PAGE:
The US, China and Asean: there has been more talk than progress
- Washington and Beijing didn’t agree on anything substantive when Biden met Xi in Bali, except to continue to talk
- Meanwhile, there has been little progress on a South China Sea code of conduct – one of the loose ends that must be tied up for the sake of stability
It appears Biden got an earful from Xi, especially on the question of Taiwan. According to China’s foreign ministry, Xi “stressed that the Taiwan question is at the very core of China’s core interests, the bedrock of the political foundation of China-US relations, and the first red line that must not be crossed in China-US relations”.
Xi also declared that China seeks neither to change the existing international order nor to interfere in the US’ internal affairs – a thinly veiled reference to US criticism of China’s domestic policies, including the treatment of Muslim minorities.
According to the Chinese readout, Xi said he took Biden’s “five noes” statement seriously. This apparently refers to commitments not to seek a new cold war; not to try to change China’s system; not to step up revitalisation of its alliances against China; not to support Taiwan independence; and not to provoke conflict with China.
This does not appear in the US readout of the meeting, however, and it is not clear that Biden said this, and in these words. The Chinese readout adds: “Instead of talking in one way and acting in another, the United States needs to honour its commitments with concrete action.”
For his part, Biden stated the obvious. According to the US readout, he said the US would continue to compete vigorously with China, including by “aligning efforts with allies and partners”. But he tried to soften his tone by saying such competition should not veer into conflict and that the US and China must manage the competition responsibly and maintain open lines of communication.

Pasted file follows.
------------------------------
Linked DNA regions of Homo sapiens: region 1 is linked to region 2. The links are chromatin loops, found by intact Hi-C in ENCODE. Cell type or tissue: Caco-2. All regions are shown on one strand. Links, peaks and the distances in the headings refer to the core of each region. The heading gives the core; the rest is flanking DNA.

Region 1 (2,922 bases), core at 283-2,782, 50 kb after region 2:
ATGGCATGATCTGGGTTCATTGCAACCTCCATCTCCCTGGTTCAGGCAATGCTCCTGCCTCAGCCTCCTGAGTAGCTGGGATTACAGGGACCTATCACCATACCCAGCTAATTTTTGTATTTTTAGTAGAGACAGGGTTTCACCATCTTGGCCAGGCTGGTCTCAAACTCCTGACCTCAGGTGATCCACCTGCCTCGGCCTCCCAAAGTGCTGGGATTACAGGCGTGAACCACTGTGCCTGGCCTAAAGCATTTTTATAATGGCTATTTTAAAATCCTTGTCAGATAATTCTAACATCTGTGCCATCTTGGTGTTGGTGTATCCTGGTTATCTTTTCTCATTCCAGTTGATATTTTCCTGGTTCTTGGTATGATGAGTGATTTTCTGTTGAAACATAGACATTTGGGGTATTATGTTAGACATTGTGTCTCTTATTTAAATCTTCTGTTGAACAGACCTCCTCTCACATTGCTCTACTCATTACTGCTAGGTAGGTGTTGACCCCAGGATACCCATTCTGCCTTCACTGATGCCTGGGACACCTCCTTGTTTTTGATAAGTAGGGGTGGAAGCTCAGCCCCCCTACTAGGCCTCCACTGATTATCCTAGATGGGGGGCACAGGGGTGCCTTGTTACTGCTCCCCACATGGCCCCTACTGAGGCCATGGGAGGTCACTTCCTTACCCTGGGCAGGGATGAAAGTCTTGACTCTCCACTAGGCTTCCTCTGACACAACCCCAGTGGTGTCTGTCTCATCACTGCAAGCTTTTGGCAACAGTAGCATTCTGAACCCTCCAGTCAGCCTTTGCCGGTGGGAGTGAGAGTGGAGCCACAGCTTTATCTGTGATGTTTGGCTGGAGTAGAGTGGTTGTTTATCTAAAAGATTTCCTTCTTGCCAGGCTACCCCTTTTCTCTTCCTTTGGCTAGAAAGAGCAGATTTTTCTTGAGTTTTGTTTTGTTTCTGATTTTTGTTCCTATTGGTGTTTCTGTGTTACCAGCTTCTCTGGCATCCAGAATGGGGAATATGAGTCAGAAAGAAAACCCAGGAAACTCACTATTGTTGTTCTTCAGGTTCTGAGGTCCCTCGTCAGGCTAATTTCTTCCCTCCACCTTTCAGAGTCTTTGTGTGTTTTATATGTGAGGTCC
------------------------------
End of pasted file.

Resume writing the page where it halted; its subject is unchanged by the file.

It does not appear they agreed on anything substantive during the meeting – only to continue to talk. I doubt the world is breathing any easier.
As Biden was uttering his reassuring words, Harris was planning her trip to the Philippine island of Palawan, which the Americans said would stress “the importance of international law, unimpeded commerce, and freedom of navigation in the South China Sea”. This is a contrived line of attack the US lays out against China, to try to sway the region into joining its crusade.
China has never interfered with freedom of commercial navigation. It does object in word and deed to what it considers threats to its security and violations of its rights under the UN Convention on the Law of the Sea – the treaty underpinning maritime international order that the US has not ratified.
Still, perhaps more concerning to China is the progress Harris made with Philippine President Ferdinand Marcos Jnr in Manila, regarding implementing the Enhanced Defence Cooperation Agreement that allows the US to place forces and assets in the Philippines on a rotational basis.
The Biden-Xi meeting followed the Asean and the East Asia summits, where the litany of differences exceeded the rhetoric of cooperation.
But if Biden expected Asean support for the US, he was sorely disappointed. As Indonesia took over as Asean chair this month, President Joko Widodo vowed not to let Southeast Asia become “a proxy to any powers”.
Meanwhile, Marcos Jnr also indicated he would not choose sides. As he told Xi in Bangkok, “Ours is an independent foreign policy guided by our national interest and commitment to peace.” Given the US efforts to win its military ally back over, this must be a rather worrying statement.
Instead of being a step forward, the recent series of meetings underlined the rifts and loose ends in the region. There is much work to be done and the clock is ticking.
Mark J. Valencia is an adjunct senior scholar at the National Institute for South China Sea Studies, Haikou, China